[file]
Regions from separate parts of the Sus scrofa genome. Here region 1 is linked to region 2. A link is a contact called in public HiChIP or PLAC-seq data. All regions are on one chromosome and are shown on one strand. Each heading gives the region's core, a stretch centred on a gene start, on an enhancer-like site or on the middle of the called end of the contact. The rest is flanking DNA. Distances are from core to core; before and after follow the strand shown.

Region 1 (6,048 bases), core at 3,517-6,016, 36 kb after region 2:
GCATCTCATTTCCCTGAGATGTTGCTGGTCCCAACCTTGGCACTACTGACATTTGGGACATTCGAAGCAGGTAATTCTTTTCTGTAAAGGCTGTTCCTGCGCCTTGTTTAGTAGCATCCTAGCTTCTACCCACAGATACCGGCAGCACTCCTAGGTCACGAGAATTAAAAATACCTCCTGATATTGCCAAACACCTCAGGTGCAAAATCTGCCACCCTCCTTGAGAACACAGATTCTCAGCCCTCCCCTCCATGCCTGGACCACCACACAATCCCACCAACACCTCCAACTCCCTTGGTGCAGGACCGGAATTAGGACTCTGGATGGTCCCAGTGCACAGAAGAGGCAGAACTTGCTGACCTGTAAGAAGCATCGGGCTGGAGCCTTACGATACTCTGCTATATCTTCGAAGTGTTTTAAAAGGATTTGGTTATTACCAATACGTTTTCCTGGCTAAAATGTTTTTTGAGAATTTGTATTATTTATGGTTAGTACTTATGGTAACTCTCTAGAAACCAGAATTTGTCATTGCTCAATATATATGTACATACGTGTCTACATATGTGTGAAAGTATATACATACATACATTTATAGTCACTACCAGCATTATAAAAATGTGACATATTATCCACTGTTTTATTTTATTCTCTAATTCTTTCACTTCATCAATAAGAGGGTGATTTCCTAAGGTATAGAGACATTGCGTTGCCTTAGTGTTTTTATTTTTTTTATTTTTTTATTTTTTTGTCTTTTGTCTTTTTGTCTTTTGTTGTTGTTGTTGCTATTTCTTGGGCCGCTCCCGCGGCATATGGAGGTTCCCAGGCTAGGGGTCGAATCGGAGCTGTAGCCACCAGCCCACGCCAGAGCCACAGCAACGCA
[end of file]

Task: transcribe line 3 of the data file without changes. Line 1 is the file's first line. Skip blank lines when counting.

GCATCTCATTTCCCTGAGATGTTGCTGGTCCCAACCTTGGCACTACTGACATTTGGGACATTCGAAGCAGGTAATTCTTTTCTGTAAAGGCTGTTCCTGCGCCTTGTTTAGTAGCATCCTAGCTTCTACCCACAGATACCGGCAGCACTCCTAGGTCACGAGAATTAAAAATACCTCCTGATATTGCCAAACACCTCAGGTGCAAAATCTGCCACCCTCCTTGAGAACACAGATTCTCAGCCCTCCCCTCCATGCCTGGACCACCACACAATCCCACCAACACCTCCAACTCCCTTGGTGCAGGACCGGAATTAGGACTCTGGATGGTCCCAGTGCACAGAAGAGGCAGAACTTGCTGACCTGTAAGAAGCATCGGGCTGGAGCCTTACGATACTCTGCTATATCTTCGAAGTGTTTTAAAAGGATTTGGTTATTACCAATACGTTTTCCTGGCTAAAATGTTTTTTGAGAATTTGTATTATTTATGGTTAGTACTTATGGTAACTCTCTAGAAACCAGAATTTGTCATTGCTCAATATATATGTACATACGTGTCTACATATGTGTGAAAGTATATACATACATACATTTATAGTCACTACCAGCATTATAAAAATGTGACATATTATCCACTGTTTTATTTTATTCTCTAATTCTTTCACTTCATCAATAAGAGGGTGATTTCCTAAGGTATAGAGACATTGCGTTGCCTTAGTGTTTTTATTTTTTTTATTTTTTTATTTTTTTGTCTTTTGTCTTTTTGTCTTTTGTTGTTGTTGTTGCTATTTCTTGGGCCGCTCCCGCGGCATATGGAGGTTCCCAGGCTAGGGGTCGAATCGGAGCTGTAGCCACCAGCCCACGCCAGAGCCACAGCAACGCA